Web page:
Diagnosing Homer Bailey

Diagnosing Homer Bailey

I have purchased a cane, started abusing prescription meds and started verbally abusing my editors. I’ve pumped opera jams in my walkman and ordered newbies to fetch me a cafe latte with a twist of lemon. Hell, I’ve even grown to accept that time is indeed a flat circle—all in an effort to diagnose what’s wrong with yet another struggling player. Today’s case? Mr. David Dewitt Bailey Jr., better known as Homer.

Name: Bailey, Homer
Starting Pitcher
Strikeout and walk abnormalities, excessive home runs, inconsistent outings

Bailey’s case is not particularly unique. He’s been coming into this office off-and-on for years, expressing similar patterns of uneven behavior and delivering similarly frustrating results. A pitcher with a great fastball and as much natural ability as Bailey possesses is a valuable commodity; that’s why it wasn’t big news that the Reds gave the 28-year old a $105-million extension this offseason. One of the drawbacks for fastball pitchers though is that when their control or velocity wavers even slightly, their out pitch suddenly becomes quite hittable.

Bailey’s 2014 numbers look ugly on the surface. Heading into this Friday’s start against St. Louis, Bailey has a 5.44 ERA and a 1.58 WHIP, a drastic difference from last year’s line of 3.49 ERA and 0.86 WHIP. But beneath that bumpy exterior lies a…well…a bumpy sub-layer.

Let’s take a look at the first symptom, the strikeout-to-walk rate. Bailey, a fastball pitcher, should have his strikeout-to-walk ratio (K/BB) number above 3.00 to maintain a healthy start. Breaking ball or sinker ball pitchers tend to find some leniency in regards to BB/K ratio because they don’t rely on strikeouts heavily and their pitches are often more difficult to locate (not to mention more often aimed out of the strike zone.) Last year, Bailey’s K/BB was solid at 3.69, 18th best in the majors. But this year, that number has slipped to 2.56, which would have put him just out of the top 50 last year. The fall is not a result of a dramatic rise in walks or fall in strikeouts; it’s a combination of slight fluctuations in both. Bailey’s K/9 is down from 8.57 in 2013 to 8.06 in 2014, while his BB/9 is up from 2.33 to 3.16. Which poses the next question: what is causing the slight fluctuations?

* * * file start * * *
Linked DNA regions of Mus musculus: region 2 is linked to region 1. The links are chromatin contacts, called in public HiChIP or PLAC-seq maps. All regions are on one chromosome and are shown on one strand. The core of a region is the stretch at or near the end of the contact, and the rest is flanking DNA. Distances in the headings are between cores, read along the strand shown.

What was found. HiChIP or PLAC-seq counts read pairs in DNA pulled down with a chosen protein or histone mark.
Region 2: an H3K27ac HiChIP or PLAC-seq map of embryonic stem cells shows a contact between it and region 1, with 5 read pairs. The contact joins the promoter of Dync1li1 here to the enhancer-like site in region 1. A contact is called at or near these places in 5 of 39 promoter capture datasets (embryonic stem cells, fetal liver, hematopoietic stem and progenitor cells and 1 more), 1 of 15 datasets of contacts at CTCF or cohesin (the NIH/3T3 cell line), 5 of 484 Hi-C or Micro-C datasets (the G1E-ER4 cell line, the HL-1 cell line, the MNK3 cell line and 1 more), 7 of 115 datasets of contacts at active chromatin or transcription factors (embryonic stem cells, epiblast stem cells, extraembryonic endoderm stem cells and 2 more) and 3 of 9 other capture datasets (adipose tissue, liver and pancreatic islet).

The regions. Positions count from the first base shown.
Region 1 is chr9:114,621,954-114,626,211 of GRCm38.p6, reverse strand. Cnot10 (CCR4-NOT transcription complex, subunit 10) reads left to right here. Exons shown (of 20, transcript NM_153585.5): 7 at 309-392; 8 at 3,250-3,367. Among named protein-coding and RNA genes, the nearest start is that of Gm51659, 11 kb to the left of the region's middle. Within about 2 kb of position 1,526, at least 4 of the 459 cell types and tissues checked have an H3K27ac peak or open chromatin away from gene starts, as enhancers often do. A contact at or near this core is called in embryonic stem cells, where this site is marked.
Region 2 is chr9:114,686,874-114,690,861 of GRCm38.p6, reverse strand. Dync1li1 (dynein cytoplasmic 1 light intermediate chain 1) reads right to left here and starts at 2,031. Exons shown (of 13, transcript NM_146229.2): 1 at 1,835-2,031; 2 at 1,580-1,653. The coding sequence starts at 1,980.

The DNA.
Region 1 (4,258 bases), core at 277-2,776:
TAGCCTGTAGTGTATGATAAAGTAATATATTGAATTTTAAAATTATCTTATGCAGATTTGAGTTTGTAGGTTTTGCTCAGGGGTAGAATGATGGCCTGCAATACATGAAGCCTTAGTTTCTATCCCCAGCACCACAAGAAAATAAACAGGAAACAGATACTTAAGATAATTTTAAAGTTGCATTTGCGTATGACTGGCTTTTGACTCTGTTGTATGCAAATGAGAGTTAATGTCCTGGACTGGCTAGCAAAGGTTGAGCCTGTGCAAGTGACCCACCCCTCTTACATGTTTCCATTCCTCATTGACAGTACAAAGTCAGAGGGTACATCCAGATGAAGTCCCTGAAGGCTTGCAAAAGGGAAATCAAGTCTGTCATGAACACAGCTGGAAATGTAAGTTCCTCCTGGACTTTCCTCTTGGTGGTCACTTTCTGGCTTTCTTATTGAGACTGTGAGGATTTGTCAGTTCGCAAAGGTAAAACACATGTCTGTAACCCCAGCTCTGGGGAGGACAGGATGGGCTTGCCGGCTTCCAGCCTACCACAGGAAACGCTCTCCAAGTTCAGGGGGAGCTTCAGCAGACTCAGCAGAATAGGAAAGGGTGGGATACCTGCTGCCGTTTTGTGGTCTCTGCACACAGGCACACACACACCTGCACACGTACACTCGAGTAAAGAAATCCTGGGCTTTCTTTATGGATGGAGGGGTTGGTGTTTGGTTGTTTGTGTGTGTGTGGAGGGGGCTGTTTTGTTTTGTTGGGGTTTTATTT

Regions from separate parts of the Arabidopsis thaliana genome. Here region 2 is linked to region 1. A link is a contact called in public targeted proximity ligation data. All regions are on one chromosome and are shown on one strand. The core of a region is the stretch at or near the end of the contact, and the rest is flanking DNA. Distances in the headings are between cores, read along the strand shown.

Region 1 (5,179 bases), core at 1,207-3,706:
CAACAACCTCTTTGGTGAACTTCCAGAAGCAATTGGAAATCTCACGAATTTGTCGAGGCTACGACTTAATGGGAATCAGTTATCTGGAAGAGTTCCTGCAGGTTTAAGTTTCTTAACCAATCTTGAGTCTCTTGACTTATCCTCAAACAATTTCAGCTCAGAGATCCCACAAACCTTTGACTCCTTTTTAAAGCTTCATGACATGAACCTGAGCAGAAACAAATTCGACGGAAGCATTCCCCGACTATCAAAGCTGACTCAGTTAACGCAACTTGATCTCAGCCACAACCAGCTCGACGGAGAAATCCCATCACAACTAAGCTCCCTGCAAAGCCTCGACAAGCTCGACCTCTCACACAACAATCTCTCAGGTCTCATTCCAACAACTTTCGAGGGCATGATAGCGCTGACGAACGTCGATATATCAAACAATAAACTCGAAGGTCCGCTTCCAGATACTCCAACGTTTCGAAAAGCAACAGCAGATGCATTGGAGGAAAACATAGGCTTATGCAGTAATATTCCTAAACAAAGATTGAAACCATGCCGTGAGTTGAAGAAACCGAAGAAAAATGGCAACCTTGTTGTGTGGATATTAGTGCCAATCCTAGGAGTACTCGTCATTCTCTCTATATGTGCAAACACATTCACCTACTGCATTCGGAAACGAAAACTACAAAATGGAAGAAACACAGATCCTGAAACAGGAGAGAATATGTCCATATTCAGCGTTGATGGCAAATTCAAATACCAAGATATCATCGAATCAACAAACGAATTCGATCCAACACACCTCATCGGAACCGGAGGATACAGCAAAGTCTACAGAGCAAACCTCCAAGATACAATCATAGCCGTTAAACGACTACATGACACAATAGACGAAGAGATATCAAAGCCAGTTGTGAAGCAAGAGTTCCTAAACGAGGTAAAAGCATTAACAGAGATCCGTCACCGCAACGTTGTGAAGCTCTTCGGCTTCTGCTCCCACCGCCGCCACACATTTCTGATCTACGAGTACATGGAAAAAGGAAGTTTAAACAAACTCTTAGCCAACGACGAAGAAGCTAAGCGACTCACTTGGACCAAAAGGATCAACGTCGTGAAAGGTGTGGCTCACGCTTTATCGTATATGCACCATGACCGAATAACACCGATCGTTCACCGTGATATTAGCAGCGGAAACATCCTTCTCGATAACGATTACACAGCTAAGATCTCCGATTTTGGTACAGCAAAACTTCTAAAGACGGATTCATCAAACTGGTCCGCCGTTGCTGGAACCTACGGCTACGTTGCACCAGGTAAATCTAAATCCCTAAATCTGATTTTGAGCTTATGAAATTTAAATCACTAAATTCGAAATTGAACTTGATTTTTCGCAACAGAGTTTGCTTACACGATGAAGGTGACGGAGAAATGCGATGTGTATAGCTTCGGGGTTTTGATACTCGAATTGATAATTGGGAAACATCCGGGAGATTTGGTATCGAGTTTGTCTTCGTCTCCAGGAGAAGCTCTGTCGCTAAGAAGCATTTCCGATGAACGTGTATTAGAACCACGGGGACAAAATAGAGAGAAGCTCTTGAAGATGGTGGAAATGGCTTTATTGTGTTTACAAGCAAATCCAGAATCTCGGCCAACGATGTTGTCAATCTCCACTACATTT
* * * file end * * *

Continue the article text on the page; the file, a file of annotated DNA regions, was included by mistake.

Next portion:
In order further examine this malady, I analyzed Bailey’s pitch location and how batters were reacting. Turns out, it’s a little weird. His Zone Percentage is actually up 5 points from 2013 to 49%, meaning that he’s throwing more balls for strikes. So at least he’s not wild. Against pitches outside the zone from Bailey though, batters are only swinging 29.9% of the time. BUT, when they do swing, they are contacting the ball far less than they normally do, which flies in the face of logic when considering the other two numbers. (Instead of fighting the logic, let’s all just sing the small sample size song. )

I do think the numbers suggest that perhaps for reasons beyond my knowledge, batters are seeing the ball a little bit better coming out Bailey’s hand this year. That is not exactly a positive for Homer or the Reds, but it’s also a correctable one for a pitcher who has maintained a successful delivery in the past (which Bailey has). Perhaps a slight change in release point or arm slot could bring Bailey come back to normal.

The home run situation, however, coupled with a few other numbers, paint the picture of a terribly unlucky pitcher. (Which is good news if you were worried about all that “zone” nonsense.) His home run-to-fly ball ratio is bananas, with 18.4% of his fly balls turning into home runs. Typically, that number hovers around 10%. The counter argument is that someone who throws hard like Bailey is more apt to give up home runs. (Faster the pitch, farther the ball flies. Take THAT, high school physics teacher.) But that doesn’t explain a departure this far from the norm. That number will fall, as will his absurd BABIP numbers. This year, batters are hitting .348 on balls in-play against Bailey, which is significantly more than the .296 league average. That number could be worrisome if, say, his line drive percentage had raised considerably, but that has actually dropped slightly, while his ground ball rate has gone up and his fly ball rate has dropped. All of these are good things, despite the fact that balls are still finding their way out of the ballpark. Lefties have posted a .409 BABIP this year to go along with a 1.055 OPS. This is the luck equivalent of SNL having Tina Fey as a cast member when Sarah Palin was a notable political figure, except the exact opposite. Most likely, these numbers will come down to earth and he will be fine.

The last symptom that warrants at least a passing mention is his inconsistent outings. In 32 starts last year, Bailey had only one in which he pitched less than five innings, and in 24 of 32 he pitched at least six innings. This year, Bailey has been yanked twice before completing five innings of work and already has four games in which he hasn’t lasted six innings. (Guess that’s what an excessive number of home runs allowed will do to a guy.) Though this isn’t nearly as concerning when you consider that notorious arm endanger-er Dusty Baker is no longer calling the shots. (Hopefully new manager Bryan Price didn’t pick up any of those ol’ Dusty tricks.)

Final Diagnosis: Bailey will be fine. His xFIP, which attempts to adjust an ERA based on a number of different factors that ultimately show what the figure should be (3.64), is right on target of his career average at 3.66. And among qualified pitchers, he has the third biggest positive difference between xFIP and ERA. He may not match last year’s consistency, but he should have much better luck moving forward. Now go eat some guava pastries and be merry.

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